In the middle of a large altar of fire and black iron, not too far from the temple dedicated to Kormir, he’d seen how the hulking beasts of metal and the steel mages forced a poor soul down, bound him screaming to a red hot shell.

He didn’t know how Balthazar had been able to do it, but somehow the bloodthirsty god had managed to violate Grenth’s dominion and had been using the souls of the deceased, locking them inside puppets of magic metal, turning them into burning zealots.

One of those puppets Fiel had killed. Not an easy task, as he discovered. How do you corrupt the flesh of something that had none? But he also discovered that while their armor were strong, the soul inside was still vulnerable to his skills. He had managed to separate soul and body, and brought bits of his fallen foe back to examine it.

The norn did wonder: why was Balthazar back? He and his followers claimed he had returned to rid Tyria of the dragons, but then why hadn’t the other gods come here with him? What happened to Grenth, his divine patron? Why would he have allowed such a thing to happen?

In the end, those question didn’t matter. Because in the end, even a powerful god such as he was no match for the rising mortal races of the world.

As for his pawns… Just as with either defeated dragon, only the aftermath of his conquest was left to be gradually dealt with, and for the rest of the mortals to live on.

Now the armors.

The Exalted used to be human. They volunteered to have their souls encased in bodies of gold, ones fashioned by that serpentine race, the Forgotten. They were transformed, though not altered. They lost their mortal essence, yet kept their mind, their will. The Forged, however, were just one new flavor of brainwashed thralls among others. One that tasted like blood, ash and despair. Ghost stolen from their eternal rest to meet eternal suffering.

Ghosts.

Souls.

A grim inspiration took over the norn. He gently put the cuddly griffon back into his nest and returned to his table.

All that time he had been trying to stir the awful carcass with physical stimuli, but the answer was just so much simpler, and much more obvious still… really, how could he not have thought of it earlier?!

He took the gauntlet in hand –still somewhat warm, even after all this time, even with the cool proximity of the waterfalls– and gingerly began to slip his own arm inside.

It was a strange sensation, like putting your hand inside the gored circuits of a defunct golem. The inside of the metal hand –rather roomy, even for the norn– was tingling with residual energy. The same energy that made it twitch –the dying throes of the twice-dead soldier.

Despite the uncomfortable stings, Fiel closed his eyes, and concentrated. He let the magic permeate his skin, his mind and perception open to the last spasms of the divine weapon. And then, with a slow and shaky sigh, he invoked in him the essence of Grenth, he welcomed with shivering anticipation the alteration to his flesh, and turned into a wraith.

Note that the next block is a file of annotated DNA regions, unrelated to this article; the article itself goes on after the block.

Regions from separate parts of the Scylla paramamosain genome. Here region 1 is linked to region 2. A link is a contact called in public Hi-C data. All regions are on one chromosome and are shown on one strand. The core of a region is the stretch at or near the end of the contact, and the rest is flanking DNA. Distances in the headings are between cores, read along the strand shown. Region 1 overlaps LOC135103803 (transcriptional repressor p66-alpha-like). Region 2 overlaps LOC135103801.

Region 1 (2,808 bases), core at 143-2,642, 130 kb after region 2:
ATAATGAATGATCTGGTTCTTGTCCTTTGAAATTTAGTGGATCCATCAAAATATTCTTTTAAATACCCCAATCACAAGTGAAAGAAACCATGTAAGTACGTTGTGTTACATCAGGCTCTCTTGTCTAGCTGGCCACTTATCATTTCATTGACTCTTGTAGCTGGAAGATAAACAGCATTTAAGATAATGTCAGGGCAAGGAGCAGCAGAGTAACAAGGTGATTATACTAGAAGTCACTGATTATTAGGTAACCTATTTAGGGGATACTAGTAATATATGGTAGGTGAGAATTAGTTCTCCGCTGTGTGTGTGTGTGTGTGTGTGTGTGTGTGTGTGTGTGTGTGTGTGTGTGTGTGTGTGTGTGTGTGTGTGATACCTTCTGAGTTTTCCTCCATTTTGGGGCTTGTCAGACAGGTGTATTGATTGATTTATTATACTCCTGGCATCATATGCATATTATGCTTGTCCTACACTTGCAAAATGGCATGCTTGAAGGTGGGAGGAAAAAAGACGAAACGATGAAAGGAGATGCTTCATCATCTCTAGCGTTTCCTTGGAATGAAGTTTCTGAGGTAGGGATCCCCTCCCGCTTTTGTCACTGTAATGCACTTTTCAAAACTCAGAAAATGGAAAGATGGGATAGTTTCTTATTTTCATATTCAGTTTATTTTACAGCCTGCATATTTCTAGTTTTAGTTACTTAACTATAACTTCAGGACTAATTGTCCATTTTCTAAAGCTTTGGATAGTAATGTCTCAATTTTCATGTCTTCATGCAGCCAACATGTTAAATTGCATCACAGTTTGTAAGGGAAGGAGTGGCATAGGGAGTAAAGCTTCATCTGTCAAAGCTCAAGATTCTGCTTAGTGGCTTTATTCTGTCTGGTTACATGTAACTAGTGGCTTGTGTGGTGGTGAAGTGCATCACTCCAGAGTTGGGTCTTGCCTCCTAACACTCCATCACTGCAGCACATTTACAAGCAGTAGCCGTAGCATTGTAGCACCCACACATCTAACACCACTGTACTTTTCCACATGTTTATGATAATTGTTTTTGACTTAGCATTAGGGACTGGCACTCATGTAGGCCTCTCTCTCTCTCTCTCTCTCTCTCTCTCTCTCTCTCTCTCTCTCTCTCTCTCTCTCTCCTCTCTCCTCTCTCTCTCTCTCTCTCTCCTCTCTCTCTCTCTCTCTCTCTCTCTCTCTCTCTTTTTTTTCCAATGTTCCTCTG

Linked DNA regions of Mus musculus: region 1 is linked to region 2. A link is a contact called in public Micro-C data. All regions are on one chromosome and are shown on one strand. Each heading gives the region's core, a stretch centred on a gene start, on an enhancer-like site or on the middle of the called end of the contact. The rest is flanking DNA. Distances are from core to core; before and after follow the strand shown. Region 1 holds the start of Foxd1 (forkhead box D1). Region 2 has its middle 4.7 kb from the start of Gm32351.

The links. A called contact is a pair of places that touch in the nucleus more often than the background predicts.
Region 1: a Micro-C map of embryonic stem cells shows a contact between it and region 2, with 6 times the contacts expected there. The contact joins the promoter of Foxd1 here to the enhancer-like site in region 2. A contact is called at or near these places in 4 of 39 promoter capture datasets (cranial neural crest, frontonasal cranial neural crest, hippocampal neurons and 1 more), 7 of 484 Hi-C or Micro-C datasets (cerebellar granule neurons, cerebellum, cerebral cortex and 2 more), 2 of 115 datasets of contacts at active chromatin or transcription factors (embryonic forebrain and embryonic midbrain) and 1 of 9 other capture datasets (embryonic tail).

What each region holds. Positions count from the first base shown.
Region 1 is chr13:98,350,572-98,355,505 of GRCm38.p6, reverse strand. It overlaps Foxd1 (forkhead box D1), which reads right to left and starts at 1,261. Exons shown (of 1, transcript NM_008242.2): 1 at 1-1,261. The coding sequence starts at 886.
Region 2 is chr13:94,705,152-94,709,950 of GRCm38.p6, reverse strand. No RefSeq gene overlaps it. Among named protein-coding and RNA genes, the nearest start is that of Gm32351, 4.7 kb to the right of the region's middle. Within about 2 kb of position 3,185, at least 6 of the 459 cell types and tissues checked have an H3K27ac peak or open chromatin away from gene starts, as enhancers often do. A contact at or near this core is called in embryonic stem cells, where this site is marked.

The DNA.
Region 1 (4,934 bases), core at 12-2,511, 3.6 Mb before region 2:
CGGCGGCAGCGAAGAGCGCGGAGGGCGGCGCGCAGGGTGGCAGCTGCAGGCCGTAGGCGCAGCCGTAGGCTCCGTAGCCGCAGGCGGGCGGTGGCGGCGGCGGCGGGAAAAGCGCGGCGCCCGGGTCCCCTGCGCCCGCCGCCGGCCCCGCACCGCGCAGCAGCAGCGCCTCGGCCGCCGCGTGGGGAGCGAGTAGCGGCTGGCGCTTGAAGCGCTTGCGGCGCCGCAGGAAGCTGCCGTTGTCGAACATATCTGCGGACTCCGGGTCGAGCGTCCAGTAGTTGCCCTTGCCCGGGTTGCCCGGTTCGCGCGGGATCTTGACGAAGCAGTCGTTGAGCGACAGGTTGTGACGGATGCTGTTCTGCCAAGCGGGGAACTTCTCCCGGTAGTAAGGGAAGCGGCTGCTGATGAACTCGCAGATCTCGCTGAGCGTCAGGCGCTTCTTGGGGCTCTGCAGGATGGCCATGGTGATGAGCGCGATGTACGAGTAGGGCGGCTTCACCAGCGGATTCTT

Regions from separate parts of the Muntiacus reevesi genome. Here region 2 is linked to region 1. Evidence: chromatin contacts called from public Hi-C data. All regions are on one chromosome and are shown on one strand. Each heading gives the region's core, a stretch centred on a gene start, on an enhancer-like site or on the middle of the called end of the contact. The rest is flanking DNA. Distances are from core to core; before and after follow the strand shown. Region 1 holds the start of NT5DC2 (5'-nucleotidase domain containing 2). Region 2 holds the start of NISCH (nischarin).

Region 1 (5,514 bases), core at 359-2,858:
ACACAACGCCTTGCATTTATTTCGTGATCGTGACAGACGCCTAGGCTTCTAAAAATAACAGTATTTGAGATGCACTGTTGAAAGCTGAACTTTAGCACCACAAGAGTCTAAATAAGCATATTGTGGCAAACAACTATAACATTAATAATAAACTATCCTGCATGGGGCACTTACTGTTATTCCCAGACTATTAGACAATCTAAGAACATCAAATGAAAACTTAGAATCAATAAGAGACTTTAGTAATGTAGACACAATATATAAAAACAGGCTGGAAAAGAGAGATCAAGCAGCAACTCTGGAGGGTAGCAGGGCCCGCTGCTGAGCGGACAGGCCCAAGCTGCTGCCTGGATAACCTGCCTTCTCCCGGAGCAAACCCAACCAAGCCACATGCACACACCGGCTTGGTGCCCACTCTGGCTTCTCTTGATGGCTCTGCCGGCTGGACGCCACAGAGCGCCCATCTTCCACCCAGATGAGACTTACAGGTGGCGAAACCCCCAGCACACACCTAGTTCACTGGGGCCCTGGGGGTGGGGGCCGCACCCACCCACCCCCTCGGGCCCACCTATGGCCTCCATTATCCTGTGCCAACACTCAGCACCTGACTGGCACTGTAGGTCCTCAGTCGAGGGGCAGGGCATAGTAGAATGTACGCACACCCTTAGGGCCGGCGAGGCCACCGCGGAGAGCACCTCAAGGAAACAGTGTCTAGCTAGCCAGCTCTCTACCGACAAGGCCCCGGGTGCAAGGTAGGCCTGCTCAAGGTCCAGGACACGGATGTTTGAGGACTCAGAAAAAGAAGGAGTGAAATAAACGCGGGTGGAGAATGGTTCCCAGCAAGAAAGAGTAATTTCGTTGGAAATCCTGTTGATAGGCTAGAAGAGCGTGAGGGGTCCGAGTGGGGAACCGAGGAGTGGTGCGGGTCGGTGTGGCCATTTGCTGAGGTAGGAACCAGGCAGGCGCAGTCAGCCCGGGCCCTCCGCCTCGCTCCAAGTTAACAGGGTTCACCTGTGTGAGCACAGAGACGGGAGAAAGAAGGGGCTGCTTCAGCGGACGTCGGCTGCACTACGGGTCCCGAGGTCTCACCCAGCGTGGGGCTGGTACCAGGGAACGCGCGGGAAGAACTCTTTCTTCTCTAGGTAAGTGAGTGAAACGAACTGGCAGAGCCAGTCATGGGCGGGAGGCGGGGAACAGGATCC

Mer cried out in alarm and rushed to climb up the potted tree near the bed. Instinct warned the griffon the stay away from the apparition, an entity that seemed to suck in all the warmth and life around it: Death incarnate.

Now wearing his own soul like a cowl, the essence of his life clinging to his skin, Fiel could feel it better.

The gauntlet locked over his arm like a magnet. He could feel each groove and emboss of the sigils inside pulse with his own life like veins would pulse with blood. He curled a finger inside the oversized gauntlet. Slowly, haltingly, the corresponding clawed digit folded. He tried the process again, one finger after the other, then two, then all of them at once. The metal hand responded, and more fluidly as he went on. Soon, the motions were as sharp and instantaneous as if it had been his own hand.

Lifelike.

Fiel dropped his spectral form before it started gnawing at his own life.

Now he had a plan.

The exalted were humans who willfully stripped their own souls from their mortal bodies to inhabit an armor of gold. The forged were stolen ghost that were shackled and forced into servitude inside an armor of dark iron. If he could find a way to recreate that process, but on a smaller scale. To make it more receptive to flesh

But… how would he even get started on doing that here? Would the guild even see the endeavor with a good eye? Especially with the Exalted so close. And what about the Priory?

He had to find someone willing to experiment with metal tainted by godly –evil?– magic. Someone willing, and able, to recreate to runes on a smaller arm.

And, unfortunately, he knew of one. Or rather, two.

Fiel grimaced. He didn’t want to go back there

A loud shrill behind him made him turn around.

Mer was still in the tree. Stuck, and unable –or unwilling– to climb off.

You….” he cooed at the bird-cat as he plucked him from the branches. “You are coming with me.”

Author BluJ